Samodivas or samovilas are woodland fairies in South-Slavic folklore and mythology.
The words samodiva and samovila originated from Indo-European roots that mean "divinity", "demon", "rave", "wild", "virgin" and "rage".
Samodivas are described as beautiful and heavenly maidens with very long hair and wings. They were clothed with a shirt, a gown, green belt and sleeveless jacket. Their clothes were adorned with feathers that allows them to fly like birds.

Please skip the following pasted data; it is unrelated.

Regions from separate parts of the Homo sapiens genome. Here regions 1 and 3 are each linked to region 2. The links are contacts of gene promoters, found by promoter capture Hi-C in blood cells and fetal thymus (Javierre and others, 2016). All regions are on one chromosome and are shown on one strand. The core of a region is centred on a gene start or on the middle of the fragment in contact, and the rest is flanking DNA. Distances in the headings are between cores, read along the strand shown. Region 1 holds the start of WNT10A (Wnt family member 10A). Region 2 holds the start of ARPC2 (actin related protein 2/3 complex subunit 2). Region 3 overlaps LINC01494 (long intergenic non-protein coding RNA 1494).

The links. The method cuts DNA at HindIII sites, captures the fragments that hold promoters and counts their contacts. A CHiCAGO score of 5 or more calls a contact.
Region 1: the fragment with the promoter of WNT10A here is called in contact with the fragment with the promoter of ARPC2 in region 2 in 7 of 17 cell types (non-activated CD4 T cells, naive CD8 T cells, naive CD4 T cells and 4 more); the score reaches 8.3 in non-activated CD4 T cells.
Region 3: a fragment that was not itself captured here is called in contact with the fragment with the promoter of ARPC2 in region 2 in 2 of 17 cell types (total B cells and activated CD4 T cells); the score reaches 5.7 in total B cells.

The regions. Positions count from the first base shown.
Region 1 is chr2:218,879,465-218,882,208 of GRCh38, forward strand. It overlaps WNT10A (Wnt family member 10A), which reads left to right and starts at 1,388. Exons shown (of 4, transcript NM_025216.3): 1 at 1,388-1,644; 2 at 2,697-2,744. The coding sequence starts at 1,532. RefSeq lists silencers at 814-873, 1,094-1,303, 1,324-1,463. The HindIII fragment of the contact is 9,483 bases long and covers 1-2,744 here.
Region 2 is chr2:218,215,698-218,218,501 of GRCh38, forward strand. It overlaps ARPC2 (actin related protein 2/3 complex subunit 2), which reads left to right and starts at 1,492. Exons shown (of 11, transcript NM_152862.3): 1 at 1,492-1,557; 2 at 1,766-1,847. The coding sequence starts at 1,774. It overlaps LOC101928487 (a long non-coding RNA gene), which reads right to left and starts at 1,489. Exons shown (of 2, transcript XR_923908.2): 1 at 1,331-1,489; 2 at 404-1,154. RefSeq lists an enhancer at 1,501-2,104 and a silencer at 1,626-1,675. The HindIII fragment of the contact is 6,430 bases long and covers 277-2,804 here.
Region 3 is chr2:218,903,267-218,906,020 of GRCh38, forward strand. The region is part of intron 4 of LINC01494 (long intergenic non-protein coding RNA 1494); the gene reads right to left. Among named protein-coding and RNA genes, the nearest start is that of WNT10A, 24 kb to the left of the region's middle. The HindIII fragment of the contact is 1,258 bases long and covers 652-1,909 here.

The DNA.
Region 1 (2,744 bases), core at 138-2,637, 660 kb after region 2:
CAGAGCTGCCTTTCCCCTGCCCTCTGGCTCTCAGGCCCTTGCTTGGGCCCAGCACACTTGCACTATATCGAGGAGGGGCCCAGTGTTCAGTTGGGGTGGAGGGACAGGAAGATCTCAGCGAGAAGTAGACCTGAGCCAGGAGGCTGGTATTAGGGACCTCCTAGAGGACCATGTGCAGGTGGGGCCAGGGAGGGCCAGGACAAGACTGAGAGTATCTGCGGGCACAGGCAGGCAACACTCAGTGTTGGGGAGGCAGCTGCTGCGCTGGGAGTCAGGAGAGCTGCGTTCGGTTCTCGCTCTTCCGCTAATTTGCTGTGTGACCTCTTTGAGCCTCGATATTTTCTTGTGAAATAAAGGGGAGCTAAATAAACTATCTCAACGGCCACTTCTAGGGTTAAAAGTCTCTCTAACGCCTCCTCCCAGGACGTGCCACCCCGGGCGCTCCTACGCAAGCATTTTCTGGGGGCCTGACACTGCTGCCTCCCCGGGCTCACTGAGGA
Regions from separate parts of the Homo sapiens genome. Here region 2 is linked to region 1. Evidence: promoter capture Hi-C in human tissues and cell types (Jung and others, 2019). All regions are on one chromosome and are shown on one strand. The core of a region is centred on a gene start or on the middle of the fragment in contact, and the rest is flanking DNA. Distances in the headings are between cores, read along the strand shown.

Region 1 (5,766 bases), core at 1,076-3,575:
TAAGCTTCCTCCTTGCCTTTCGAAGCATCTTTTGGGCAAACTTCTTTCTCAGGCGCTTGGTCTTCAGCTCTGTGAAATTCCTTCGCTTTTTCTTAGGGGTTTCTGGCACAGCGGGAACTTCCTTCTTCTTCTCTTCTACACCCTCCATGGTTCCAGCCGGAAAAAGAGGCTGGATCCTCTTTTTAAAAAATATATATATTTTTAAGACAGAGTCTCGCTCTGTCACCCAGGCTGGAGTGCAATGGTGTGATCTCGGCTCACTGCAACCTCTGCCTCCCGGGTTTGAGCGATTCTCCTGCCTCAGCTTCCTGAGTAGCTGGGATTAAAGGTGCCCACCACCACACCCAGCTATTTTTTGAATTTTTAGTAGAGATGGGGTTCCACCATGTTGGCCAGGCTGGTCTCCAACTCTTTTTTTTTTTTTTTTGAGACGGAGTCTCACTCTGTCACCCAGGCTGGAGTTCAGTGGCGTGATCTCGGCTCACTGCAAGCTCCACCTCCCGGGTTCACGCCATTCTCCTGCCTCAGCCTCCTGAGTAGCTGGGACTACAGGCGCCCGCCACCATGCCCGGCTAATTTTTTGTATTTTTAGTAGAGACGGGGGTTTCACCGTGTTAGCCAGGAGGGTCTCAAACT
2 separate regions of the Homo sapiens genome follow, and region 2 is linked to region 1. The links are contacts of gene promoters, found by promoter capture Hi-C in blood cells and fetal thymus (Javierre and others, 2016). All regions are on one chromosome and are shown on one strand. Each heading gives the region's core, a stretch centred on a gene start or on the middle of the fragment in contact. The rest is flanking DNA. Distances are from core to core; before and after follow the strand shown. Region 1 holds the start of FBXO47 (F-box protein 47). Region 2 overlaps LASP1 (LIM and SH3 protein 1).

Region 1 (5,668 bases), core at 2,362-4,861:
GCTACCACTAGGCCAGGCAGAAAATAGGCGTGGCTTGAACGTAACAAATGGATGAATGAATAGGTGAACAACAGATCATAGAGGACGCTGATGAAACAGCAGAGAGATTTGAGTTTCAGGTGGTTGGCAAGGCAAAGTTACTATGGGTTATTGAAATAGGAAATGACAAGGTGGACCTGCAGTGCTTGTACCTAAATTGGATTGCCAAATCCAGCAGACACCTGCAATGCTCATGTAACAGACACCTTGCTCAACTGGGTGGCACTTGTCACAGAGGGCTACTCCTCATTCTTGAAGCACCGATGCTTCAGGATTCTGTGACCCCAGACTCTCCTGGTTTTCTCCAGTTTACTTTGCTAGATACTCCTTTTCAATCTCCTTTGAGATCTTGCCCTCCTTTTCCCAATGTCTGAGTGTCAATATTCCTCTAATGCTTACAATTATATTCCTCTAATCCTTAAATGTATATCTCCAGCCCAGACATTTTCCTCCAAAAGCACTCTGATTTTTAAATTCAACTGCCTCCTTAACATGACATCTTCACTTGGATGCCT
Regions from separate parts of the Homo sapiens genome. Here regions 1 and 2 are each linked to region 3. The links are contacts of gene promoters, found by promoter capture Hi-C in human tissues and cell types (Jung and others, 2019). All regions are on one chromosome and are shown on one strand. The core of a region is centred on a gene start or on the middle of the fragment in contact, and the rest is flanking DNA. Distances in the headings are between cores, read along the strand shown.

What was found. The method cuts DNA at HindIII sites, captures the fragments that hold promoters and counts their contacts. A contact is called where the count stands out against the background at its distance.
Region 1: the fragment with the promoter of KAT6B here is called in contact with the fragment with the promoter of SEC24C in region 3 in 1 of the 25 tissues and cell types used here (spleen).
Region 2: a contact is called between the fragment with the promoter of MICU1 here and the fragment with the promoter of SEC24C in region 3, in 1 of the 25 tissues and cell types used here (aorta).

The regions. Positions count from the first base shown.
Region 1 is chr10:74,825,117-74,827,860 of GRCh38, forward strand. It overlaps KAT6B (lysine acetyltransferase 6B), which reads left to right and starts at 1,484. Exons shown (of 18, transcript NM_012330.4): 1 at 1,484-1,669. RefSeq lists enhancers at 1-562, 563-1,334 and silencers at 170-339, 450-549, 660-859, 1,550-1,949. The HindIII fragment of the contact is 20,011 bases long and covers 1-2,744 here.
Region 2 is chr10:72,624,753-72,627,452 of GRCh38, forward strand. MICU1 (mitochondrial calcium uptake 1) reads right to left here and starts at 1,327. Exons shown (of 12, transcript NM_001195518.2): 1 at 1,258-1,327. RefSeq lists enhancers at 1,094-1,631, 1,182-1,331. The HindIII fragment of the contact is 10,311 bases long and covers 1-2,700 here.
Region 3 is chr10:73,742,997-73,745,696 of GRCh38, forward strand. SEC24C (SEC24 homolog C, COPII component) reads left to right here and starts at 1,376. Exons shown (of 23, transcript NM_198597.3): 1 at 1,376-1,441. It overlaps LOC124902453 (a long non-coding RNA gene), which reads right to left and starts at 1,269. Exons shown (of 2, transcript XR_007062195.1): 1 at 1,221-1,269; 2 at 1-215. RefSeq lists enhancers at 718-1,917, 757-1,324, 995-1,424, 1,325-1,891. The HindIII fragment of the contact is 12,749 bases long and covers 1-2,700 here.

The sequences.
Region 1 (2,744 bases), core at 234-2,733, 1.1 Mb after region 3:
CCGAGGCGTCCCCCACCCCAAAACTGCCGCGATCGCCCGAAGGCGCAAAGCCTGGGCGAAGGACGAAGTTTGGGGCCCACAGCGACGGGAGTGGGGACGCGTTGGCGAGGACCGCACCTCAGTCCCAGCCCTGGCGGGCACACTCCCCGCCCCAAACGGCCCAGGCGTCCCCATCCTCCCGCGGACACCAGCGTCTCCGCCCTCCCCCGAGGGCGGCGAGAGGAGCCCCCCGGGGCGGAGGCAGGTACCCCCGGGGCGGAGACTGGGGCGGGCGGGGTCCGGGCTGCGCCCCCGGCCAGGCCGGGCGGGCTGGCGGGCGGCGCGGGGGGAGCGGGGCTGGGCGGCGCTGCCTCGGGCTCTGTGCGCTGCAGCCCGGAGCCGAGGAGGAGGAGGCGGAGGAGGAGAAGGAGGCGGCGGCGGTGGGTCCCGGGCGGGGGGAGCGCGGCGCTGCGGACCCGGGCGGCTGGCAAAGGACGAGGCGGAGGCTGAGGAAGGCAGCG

Behavior and Characteristics
Samodivas are considered as the mistresses of the water and they possess the power to cause drought. They usually dance with the rhythm of the wind and their own singing during midnight until dawn. According to the myths, the singing and dancing of the samodivas are often witnessed by lost or late travelers. Those who join them will die due to exhaustion at dawn.